The most fruitful dhamma explorations, I find, are the ones that are delved into communally – the ongoing dialogue among seekers that allows us to push beyond our limited understandings to explore themes too vast to be encompassed by just one viewpoint. This week’s exploration has been around speech, and the unimpeachable value of Truth.
On Sunday, Bhante Jayasāra and Tahn Pamutto explored Truthfulness (Sacca) and its practice and development. How do we know the Truth? How do we commit to it? How do we draw on its power in relating to others and the world? Truthfulness, we find, is not one thing but a continuum. When we begin we are beset by our defilements – Greed, Hatred, and Delusion lurking in the background of our mind – and speech seems like just another tool to get what we want. At some point, though, the pain caused by being deceitful will tip the scale and we’ll be ready to commit to the Fourth Precept and train ourselves not to tell lies. Not to others, not to ourselves, not ever.
How often do we bend or break the truth to avoid an unpleasant reality or shield ourselves from blame? How often do we misdirect another so we can get what we want? Some people of the world see life as a competition, where we are all in a struggle to get to the top. When we take this fourth precept to heart, though, we start to perceive higher truths. There is no competition. The only goal, the only point of completion in human life, is the one that we all reach whether we are fast or slow, bright or dull, rich or poor … the finish line of death. When we pass on, the only thing we take with us are the consequences of our actions and the strength of our commitment to truth.
Wednesday’s Tea and Dhamma session continued the conversation. Even once we’ve given up lying, a conundrum remains: What is Truth? How do we know it? And what do we do if the people around us see things differently?
It can be tricky to mix frames of reference. There is a popular social term, ‘gas-lighting’, which refers to a situation where someone is forcefully told what is right and/or wrong. There’s a lot of this going on these days, so it’s fitting there is a term. There was also a lot of it happening in the Buddha’s day too, 2500 years before Facebook, but in the Buddhist framework there is no one thing that describes gas-lighting. We can be pressured to abandon our views and opinions, or adopt new ones, in many ways: through harsh speech and insults, through divisive speech and threats of being separated from a group, even through having our viewpoints dismissed or minimized. We’ve all experienced these tactics, and we know how it feels when what we’ve seen, heard, or felt is aggressively denied.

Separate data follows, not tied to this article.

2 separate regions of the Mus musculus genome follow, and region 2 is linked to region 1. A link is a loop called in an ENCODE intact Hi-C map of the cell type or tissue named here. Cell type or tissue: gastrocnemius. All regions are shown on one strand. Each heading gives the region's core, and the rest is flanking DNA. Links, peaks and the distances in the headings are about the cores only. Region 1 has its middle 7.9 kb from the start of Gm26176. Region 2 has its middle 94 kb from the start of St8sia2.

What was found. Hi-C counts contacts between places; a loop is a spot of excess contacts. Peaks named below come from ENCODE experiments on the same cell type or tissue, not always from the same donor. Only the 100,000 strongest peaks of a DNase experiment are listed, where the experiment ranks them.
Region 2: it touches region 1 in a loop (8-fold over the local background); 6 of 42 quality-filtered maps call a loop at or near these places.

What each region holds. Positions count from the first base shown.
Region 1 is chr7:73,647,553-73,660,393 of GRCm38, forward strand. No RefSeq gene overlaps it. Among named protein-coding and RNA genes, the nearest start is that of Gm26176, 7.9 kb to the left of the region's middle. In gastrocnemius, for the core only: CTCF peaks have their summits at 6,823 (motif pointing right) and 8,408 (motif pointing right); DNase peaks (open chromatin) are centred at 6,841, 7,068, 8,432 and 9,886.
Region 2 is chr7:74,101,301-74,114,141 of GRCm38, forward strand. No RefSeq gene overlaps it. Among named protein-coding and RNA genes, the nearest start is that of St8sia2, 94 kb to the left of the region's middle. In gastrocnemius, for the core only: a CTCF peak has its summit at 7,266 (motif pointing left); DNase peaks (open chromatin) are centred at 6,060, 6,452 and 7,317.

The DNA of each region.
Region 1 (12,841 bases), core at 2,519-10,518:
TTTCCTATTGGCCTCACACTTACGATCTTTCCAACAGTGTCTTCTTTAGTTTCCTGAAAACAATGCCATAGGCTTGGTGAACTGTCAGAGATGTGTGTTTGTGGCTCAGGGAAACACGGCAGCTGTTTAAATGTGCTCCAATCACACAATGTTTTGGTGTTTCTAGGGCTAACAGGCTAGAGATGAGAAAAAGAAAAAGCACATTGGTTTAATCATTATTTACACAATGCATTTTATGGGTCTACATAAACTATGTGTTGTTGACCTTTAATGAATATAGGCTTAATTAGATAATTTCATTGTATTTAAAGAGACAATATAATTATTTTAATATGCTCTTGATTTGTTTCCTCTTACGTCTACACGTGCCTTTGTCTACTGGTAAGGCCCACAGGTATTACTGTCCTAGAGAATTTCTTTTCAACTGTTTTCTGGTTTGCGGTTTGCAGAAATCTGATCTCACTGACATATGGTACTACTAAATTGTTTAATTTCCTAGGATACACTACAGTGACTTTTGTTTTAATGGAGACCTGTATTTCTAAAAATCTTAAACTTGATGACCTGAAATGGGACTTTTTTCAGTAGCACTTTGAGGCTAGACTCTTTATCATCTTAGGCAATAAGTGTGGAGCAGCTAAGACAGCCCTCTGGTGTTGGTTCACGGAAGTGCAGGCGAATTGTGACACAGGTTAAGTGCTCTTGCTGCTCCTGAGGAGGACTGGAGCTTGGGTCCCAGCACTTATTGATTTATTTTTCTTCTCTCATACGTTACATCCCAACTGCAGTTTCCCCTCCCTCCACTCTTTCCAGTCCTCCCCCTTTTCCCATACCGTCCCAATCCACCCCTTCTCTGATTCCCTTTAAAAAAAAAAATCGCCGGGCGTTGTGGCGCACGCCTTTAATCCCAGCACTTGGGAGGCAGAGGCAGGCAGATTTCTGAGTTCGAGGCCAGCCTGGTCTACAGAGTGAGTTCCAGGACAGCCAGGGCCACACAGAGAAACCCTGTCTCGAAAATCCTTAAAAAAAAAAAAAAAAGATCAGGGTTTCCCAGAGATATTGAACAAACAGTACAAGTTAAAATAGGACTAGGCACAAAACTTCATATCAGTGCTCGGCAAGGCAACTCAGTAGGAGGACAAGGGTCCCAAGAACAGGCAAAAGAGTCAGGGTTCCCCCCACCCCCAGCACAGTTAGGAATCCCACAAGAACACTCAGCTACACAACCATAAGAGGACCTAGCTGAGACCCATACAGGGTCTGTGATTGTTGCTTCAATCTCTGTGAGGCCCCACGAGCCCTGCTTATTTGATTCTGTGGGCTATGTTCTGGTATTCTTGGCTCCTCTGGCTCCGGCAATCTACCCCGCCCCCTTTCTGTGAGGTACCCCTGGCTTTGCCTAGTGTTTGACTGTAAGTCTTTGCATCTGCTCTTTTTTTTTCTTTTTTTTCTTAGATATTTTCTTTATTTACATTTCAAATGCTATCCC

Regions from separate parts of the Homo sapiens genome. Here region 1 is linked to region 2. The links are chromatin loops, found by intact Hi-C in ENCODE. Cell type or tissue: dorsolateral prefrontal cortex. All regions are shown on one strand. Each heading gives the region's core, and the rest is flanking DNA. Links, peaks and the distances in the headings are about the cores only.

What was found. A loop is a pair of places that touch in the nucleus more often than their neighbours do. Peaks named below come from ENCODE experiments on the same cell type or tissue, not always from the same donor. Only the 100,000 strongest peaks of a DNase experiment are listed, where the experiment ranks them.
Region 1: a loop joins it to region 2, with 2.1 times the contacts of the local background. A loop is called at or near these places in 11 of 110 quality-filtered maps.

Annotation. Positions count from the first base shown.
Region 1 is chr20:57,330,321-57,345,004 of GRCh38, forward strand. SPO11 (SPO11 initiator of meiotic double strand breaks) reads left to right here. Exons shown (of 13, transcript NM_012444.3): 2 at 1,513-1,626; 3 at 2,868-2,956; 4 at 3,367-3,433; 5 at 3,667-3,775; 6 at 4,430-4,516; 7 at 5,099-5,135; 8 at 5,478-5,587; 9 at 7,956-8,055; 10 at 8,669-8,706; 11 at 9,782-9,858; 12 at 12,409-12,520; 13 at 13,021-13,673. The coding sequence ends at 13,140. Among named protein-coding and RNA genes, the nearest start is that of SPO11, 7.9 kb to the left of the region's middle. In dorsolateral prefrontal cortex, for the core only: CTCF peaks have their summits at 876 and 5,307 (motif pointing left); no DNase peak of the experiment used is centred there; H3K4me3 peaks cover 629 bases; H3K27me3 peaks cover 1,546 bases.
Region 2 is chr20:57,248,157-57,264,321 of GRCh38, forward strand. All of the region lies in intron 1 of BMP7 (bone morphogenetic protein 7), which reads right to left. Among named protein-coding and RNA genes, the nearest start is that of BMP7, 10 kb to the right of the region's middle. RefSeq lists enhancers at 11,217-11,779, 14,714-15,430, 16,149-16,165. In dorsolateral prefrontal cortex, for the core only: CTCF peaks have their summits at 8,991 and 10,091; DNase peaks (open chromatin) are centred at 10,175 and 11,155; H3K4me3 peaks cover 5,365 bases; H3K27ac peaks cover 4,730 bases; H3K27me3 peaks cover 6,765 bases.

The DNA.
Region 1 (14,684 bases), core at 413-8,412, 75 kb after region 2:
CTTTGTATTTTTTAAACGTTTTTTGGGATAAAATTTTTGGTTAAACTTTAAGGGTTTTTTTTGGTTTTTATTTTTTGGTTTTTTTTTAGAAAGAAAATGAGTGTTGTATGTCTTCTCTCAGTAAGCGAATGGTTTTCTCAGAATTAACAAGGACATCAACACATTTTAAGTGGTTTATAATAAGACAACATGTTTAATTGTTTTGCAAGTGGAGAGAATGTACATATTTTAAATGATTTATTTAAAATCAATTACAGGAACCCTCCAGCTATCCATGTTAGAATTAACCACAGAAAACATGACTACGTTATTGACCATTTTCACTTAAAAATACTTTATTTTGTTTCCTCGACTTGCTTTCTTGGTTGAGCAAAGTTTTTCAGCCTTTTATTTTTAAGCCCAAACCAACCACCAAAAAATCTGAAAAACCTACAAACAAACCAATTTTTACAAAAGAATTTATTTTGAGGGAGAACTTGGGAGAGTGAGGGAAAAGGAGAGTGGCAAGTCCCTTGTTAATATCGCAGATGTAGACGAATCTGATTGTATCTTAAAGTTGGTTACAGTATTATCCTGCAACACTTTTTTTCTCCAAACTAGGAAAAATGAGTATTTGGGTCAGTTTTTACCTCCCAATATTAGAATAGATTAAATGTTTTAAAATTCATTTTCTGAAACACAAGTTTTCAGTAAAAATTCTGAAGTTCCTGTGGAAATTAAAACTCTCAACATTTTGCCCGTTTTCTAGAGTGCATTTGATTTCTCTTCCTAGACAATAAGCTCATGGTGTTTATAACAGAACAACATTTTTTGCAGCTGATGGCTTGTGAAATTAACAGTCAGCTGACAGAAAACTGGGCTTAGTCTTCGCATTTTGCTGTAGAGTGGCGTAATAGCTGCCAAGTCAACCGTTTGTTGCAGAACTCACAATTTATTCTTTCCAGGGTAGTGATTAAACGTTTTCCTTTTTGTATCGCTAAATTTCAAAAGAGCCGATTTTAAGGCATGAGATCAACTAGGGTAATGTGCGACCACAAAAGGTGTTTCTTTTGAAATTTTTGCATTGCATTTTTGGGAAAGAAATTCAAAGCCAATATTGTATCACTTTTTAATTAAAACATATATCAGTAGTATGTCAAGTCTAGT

So too, the roots of this behavior are manifold. It can happen equally based on Greed, Hatred, or Delusion. What is important to recognize in the face of this is the place of truth. When we give in to an unwholesome motive, truth is often the first victim. One who tries to cultivate truth comes to understand this intuitively – most of the truths with which we operate in daily life are subjective. Finding truth in a conventional sense is as much identifying basic facts as it is leaving room and sensitivity for differences of perspective. Truth in the midst of opinion is a quiet and reflective place, often missed, where we know what we believe without holding to this belief too tightly. It is the strong, aggressive absolutes in our speech and the speech of others that tip off the mindful as to where Perception and Ego are overshadowing what is really there.
In the face of unwholesome pressure to abandon what we know or to take on ‘truths’, even those coming from large groups of people, sometimes our only recourse is to be clear about our own reality. Having seen this, we say, “I saw this,”; having not seen this, we say, “I didn’t see this.” It’s not much, but here we can actually have a stable base to stand on – not unshakable, but sturdy enough. Any attempt to reduce things further won’t yield any worthwhile results. Only doubt, and distrust. We know what we know, and we know where our knowledge ends.
As the years of practice go by, and we weather or witness dispute after dispute, the mind turns away from viewpoints and controversy to seek what is really true and stable. This was the focus of the Buddha’s teaching: to point to ultimate truth, that which is the same from every perspective. It is here that we can actually have a strong conversation and reach agreement. There are truths that can be known: suffering; aging, sickness, and death; the consequences of wholesome and unwholesome actions; the peace of the mind beyond constructions … to devote ourselves to this is a lifelong effort, and to bring our thoughts and speech in line with ultimate truth will be an endeavor unlike any other. But nothing can yield such abundant fruit. What will our lives be like when we can openly speak about the things that matter most?
We don’t pursue this truth alone, nor do we have to figure everything our for ourselves, and that’s the joy of sangha. For as many false truths and purveyors of these as there are in the world, there are just as many good people seeking a way out. I encourage you to walk this path for yourself, and join the conversation.